HM Revenue & Customs (HMRC) has investigated hundreds of employers accused of breaching minimum wage rules, with the result that tens of thousands of workers have received hundreds of pounds in back pay.
The department said that 708 employers had been fined with charges of up to £5,000, after it reviewed 1,693 complaints in 2012-13 and revealed that the average back pay to workers was £300.
The employers could not be named but are believed to include some of the UK’s largest employers. However, the department highlighted individual cases to outline the breaches.
One was a national retailer that required its employees to be in work both before and after opening hours but refused to pay them for that time. The retailer was ordered to pay arrears of more than £193,000 to nearly 3,500 employees.
Another case involved a multi-outlet retailer, which was ordered to repay almost £170,000 to more than 6,000 workers for forcing employees to buy specific items of clothing from its stores.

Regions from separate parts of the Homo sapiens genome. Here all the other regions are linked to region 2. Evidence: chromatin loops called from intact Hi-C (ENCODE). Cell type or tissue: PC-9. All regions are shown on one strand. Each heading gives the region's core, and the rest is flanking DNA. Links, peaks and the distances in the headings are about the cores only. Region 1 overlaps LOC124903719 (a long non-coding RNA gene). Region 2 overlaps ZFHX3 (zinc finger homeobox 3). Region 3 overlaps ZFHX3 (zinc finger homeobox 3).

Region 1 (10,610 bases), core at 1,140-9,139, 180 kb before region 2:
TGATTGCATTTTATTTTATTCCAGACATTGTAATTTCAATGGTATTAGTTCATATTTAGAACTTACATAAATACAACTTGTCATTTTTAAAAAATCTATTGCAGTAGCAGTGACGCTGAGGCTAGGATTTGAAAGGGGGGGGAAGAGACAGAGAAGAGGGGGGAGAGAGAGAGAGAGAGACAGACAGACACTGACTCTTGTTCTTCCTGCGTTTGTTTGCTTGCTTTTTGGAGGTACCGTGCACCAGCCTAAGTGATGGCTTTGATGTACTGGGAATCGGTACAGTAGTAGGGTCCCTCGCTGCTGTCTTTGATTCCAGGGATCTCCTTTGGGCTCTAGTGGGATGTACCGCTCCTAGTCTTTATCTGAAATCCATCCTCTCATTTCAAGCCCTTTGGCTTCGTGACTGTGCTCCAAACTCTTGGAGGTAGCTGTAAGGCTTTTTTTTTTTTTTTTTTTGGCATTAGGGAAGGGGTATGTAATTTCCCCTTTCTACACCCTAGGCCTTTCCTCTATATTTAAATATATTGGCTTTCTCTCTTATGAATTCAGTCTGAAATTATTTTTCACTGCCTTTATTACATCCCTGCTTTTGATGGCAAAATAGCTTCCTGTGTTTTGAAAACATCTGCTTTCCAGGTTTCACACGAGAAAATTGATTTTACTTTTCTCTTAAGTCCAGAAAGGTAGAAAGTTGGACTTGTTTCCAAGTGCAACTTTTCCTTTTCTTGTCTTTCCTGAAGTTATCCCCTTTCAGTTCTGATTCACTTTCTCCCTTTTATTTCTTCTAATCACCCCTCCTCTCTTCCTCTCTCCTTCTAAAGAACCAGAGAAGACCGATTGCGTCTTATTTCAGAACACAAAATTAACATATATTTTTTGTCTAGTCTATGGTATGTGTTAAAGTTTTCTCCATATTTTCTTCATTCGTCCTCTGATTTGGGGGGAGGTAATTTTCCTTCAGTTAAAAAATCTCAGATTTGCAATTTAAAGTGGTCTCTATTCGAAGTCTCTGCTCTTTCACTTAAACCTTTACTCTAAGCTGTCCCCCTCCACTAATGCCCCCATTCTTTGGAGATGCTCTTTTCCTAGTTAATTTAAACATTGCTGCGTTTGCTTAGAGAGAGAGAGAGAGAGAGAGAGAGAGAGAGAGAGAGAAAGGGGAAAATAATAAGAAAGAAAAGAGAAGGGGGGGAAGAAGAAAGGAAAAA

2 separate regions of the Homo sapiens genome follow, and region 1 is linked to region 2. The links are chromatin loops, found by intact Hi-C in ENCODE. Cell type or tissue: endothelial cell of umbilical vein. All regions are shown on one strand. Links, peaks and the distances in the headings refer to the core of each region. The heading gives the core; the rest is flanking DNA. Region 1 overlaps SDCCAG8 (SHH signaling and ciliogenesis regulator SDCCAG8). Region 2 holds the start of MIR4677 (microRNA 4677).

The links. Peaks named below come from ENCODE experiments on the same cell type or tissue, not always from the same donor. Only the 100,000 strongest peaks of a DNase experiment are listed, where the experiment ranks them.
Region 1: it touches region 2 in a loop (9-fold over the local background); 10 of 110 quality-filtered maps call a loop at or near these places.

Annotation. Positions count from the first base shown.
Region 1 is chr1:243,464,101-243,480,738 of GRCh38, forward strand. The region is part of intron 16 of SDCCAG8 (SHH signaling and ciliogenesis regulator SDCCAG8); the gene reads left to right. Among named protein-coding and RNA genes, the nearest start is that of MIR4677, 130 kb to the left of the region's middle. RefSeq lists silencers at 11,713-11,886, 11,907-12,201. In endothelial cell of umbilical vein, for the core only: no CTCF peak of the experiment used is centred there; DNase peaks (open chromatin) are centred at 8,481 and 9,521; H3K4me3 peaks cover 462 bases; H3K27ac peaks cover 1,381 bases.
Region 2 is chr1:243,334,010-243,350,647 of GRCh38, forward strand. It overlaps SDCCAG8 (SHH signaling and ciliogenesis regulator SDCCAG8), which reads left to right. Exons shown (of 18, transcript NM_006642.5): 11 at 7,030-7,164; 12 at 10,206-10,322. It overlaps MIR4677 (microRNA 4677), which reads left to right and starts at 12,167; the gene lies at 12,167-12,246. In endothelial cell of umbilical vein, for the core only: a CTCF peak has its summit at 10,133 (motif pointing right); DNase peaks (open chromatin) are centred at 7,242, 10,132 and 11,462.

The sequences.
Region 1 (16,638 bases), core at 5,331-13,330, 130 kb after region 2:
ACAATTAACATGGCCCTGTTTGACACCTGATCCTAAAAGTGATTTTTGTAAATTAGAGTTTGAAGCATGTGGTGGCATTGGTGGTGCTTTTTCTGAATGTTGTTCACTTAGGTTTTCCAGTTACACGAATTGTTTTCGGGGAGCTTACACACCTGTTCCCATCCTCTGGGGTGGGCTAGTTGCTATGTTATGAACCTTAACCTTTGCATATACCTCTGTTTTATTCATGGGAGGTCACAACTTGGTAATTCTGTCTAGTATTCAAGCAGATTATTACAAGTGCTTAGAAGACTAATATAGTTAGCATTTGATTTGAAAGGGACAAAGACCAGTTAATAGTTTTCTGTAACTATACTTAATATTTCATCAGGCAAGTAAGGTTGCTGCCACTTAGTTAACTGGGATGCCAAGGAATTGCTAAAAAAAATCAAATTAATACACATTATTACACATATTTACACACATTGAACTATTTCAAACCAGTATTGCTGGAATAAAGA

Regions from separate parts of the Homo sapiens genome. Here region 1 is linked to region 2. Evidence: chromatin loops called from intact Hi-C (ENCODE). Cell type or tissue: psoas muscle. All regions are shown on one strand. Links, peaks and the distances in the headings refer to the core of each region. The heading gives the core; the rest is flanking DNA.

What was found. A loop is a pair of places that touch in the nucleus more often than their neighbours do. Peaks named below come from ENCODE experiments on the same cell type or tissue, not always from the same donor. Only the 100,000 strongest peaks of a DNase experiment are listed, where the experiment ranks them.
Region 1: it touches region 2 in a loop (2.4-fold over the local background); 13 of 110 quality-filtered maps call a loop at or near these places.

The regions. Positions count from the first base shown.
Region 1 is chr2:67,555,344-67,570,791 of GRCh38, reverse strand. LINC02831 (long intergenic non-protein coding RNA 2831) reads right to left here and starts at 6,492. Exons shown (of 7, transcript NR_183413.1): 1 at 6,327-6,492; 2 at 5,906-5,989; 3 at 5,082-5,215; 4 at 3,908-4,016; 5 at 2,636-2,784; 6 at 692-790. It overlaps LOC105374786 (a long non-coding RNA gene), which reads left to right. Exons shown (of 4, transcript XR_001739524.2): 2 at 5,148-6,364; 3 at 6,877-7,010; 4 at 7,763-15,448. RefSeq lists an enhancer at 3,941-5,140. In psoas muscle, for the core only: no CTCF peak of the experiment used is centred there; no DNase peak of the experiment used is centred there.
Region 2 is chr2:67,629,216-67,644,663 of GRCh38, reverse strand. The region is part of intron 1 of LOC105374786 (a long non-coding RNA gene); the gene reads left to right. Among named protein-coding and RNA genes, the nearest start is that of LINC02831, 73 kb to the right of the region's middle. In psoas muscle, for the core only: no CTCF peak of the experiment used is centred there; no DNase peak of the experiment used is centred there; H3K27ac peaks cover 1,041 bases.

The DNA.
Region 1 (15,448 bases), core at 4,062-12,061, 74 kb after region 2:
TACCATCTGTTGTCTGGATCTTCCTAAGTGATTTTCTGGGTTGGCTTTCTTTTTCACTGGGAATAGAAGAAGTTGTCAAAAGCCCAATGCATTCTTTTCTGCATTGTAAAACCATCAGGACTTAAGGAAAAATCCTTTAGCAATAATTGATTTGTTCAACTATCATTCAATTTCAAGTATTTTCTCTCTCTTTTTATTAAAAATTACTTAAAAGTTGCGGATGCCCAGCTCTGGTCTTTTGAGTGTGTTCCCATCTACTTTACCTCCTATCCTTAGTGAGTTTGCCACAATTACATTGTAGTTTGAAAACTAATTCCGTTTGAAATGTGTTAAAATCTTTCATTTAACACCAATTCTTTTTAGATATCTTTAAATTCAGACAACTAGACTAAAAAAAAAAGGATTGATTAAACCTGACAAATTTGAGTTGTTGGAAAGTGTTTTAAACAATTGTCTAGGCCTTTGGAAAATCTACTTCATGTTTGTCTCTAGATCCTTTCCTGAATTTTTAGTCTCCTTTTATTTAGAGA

In addition, a major fashion chain had to pay its 90 unpaid interns almost £60,000, as under the national minimum wage, it is unlawful for organisations not to pay anyone who could be classified as a worker, although according to the Department for Business, Innovation and Skills (BIS), there is “no definition of an internship/work experience in minimum wage legislation”.
However, the BIS said that the arrangement a person had with an employer might mean they were a “worker”, therefore entitling them to the minimum wage, even if they were described as an “intern”.
The department added that the Government’s checklist of what “generally” describes a worker includes the promise of future work and having to turn up for work, even if the person does not want to.
HMRC revealed that calls to its Pay and Work Rights Helpline led to the investigations into employers. Currently calls from interns working for nothing or “expenses only” are being fast-tracked for investigation.
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